"I think that the most important aspect of progress is not the accumulation of objects, technology and knowledge, but that which regards instead awareness', he explained. "It is increasingly clear that economic growth does not automatically turn into social or human growth. It does not always produce what we need. I do not want to say that thinking in terms of growth is wrong, but I find it very striking that in these years of growth many things have not improved", he pointed out, recalling that, just before 2008 the West had experienced the longest lasting boom recorded in history. "If we think about it, in recent years the cases of depression have increased in the western world. In the United States the percentage of people who say they feel all alone has increased by one tenth to a quarter and likewise our lifestyle often makes us less satisfied. For example the time needed to get to work has increased but it has been demonstrated that the length of the daily journeys has a very negative effect on the happiness of commuters".
Moreover, recalls Mulgan, reasoning in terms of growth often means neglecting the measurement of other aspects such as relations, empathy, compassion and, as already mentioned, happiness, all elements that are however determinant in evaluating the quality of life of people. "Perhaps I owe this conviction of mine to Buddhism, but I firmly believe that the objective of the governments and politics should just be happiness". So strong is this conviction that Mulgan is one of the founders, together with the Dalai Lama, of another organisation in the UK, Action for Happiness, which aims to educate people to positivity to help them to live more happily.
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Progress should bring happiness, otherwise it is not progress
It is precisely this idea that pushes Mulgan to deal with social innovation. "I started to become interested in the relationship between public policies and happiness at the beginning of the nineties, when I was hosting a radio program for the BBC. I interviewed the top psychologists and analysts, but when I tried to involve politicians nobody seemed interested". Yet Mulgan does not surrender and he is sure that this is precisely one of the key themes of public policies in the future. With Demos, the think tank founded by him, he began to deal with this and in the early two thousands contributed to the research of the OECD on the development of other indicators in addition to the GDP. Gradually, with a work of advocacy and awareness raising, even the political class is beginning to understand the importance of the subject. In 2004 when he became director of the Young Foundation, the main British institution that unites social impact and innovation, Mulgan launched an experiment to activate laboratories of resilience and happiness in schools. "Until recently it was thought that happiness depended on things outside our control, such as our state of health or the state of our relations. In reality there are aspects that can be taught or cultivated" he explained, underlining that in reality a margin of control, albeit limited, may be exercised, by taking care of the relations with others and conducting a style of healthy life, for example, which are all the key themes of social innovation.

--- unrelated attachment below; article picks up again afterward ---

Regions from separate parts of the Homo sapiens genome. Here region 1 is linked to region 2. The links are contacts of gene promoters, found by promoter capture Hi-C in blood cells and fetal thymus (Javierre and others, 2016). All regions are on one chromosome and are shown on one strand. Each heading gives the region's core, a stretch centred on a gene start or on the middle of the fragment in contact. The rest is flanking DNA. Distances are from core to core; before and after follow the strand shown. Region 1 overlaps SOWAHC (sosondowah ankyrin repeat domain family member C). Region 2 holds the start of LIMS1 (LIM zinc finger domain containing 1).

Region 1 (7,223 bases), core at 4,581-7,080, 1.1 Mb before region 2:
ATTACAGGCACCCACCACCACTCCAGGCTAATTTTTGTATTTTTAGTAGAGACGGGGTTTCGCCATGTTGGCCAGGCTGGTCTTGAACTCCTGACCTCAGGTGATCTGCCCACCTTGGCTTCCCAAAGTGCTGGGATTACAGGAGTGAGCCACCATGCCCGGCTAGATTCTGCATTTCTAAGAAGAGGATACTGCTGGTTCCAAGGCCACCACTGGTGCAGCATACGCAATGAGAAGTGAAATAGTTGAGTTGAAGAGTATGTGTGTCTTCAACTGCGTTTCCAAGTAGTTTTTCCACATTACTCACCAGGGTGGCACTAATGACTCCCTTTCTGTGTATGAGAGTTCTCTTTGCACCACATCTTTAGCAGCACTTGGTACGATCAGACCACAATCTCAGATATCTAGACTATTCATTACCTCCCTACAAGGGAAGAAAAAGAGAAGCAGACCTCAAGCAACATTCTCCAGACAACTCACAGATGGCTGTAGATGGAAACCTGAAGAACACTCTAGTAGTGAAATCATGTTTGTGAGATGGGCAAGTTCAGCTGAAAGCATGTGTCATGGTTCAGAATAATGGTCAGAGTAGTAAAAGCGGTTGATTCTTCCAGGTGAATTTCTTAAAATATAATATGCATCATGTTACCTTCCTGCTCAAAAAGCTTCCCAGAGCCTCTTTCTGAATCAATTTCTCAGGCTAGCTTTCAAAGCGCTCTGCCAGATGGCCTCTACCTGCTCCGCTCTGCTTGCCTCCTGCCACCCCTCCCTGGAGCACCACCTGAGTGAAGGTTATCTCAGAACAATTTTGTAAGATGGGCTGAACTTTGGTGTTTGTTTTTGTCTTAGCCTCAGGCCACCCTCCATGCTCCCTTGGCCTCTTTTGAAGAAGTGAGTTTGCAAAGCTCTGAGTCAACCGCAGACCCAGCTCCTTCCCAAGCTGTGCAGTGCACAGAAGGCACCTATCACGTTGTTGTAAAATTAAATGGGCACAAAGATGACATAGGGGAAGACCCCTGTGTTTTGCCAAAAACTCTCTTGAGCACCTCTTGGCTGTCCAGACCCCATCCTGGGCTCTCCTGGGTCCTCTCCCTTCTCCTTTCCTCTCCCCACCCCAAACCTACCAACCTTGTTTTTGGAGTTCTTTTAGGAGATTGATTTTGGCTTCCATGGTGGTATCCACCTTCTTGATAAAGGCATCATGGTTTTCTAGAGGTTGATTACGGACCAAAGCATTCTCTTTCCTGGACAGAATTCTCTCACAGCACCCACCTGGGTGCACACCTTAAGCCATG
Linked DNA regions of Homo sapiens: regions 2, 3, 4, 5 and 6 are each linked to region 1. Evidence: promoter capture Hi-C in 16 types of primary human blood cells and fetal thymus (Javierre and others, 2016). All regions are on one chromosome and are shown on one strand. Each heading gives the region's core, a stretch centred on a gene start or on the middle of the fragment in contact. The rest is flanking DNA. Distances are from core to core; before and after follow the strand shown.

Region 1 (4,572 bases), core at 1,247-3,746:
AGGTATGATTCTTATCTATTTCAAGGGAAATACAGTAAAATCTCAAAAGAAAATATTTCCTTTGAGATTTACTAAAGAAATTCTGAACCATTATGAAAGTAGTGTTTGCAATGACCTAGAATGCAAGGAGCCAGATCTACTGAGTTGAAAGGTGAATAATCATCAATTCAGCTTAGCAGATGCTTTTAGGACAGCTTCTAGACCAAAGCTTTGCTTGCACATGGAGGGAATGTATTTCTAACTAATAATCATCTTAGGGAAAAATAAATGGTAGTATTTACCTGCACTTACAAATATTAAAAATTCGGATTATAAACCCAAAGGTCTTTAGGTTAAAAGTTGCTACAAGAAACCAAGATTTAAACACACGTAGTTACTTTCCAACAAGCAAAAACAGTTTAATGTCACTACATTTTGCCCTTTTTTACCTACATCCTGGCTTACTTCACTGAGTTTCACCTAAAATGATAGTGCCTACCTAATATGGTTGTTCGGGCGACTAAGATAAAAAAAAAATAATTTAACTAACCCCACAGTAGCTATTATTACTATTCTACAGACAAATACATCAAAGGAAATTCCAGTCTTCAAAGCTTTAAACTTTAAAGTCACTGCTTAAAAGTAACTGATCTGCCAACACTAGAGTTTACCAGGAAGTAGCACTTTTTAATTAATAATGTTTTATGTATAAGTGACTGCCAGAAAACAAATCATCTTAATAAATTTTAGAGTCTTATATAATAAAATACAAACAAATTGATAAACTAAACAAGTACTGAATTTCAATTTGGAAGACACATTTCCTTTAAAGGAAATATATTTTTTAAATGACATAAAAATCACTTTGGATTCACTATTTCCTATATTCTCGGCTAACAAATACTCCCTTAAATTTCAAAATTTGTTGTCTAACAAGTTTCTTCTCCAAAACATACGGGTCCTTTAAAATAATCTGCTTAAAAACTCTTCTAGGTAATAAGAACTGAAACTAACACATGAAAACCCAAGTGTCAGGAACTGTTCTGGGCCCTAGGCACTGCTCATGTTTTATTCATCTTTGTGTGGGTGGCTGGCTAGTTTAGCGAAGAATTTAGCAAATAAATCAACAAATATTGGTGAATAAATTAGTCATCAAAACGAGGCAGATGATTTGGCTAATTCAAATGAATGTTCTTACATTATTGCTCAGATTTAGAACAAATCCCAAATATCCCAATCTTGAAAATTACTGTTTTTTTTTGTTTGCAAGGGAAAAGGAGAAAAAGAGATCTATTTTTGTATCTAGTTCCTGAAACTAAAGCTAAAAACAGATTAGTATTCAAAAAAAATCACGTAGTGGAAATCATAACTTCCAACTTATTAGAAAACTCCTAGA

What we need to change is the approach to the problem, to do this we must experiment.
"David Cameron came to see one of the workshops in schools and decided to introduce the happiness and well-being of people among the most important policy considerations of his government. It was an important step, a paradigm shift".
It is starting from the concept of happiness and satisfaction that Mulgan has developed some of his most interesting social innovation experiments including the Study Schools, a new model of state colleges for teenagers from 14 to 19 years in connection with the world of work, developed internally with the Young Foundation. "The question we started with was how to make the school into a place where children who have difficulties can go willingly", he explained. "We transformed the school into a place of work, where children were taught concrete jobs, by involving them in the activities of local enterprises. The result was incredible. Many of those that in the traditional curriculum had had problems in this school model have become some of the best students. It is an important lesson. It means that, sometimes, what we need to change is the approach to the problem, to do this we must experiment".
And it is precisely the experimentation that is a fundamental matter for Mulgan: "If we already invest 4% of our GDP in research and development, could we not invest 1% of public expenditure in social innovation, in care for the elderly, new types of education, new ways to help people with disabilities? Perhaps we could obtain increases in social productivity similar to those obtained in economy and technology". In fact according to Mulgan it is precisely the third sector that will be the economic environment of the future: "Just think of the fact that the health sector, which already constitutes 18% of the American economy, is expected to grow by 30-40% by the middle of the century. Care for the elderly and children already employs more people than in the car industry. Education represents 6-8% of the economy and is growing", he recalled. "To seize these opportunities, however, a desire for change is needed. Still too many people today feel disconnected and left behind, there is great inequality and too many resources are invested in the armed forces and too few in social solutions. Fortunately, however, despite the climate that often seems distracted and hostile, innovators remain optimistic and I, as Martin Luther King said, want to plant my apple tree today, even if there is the possibility that the world will collapse tomorrow".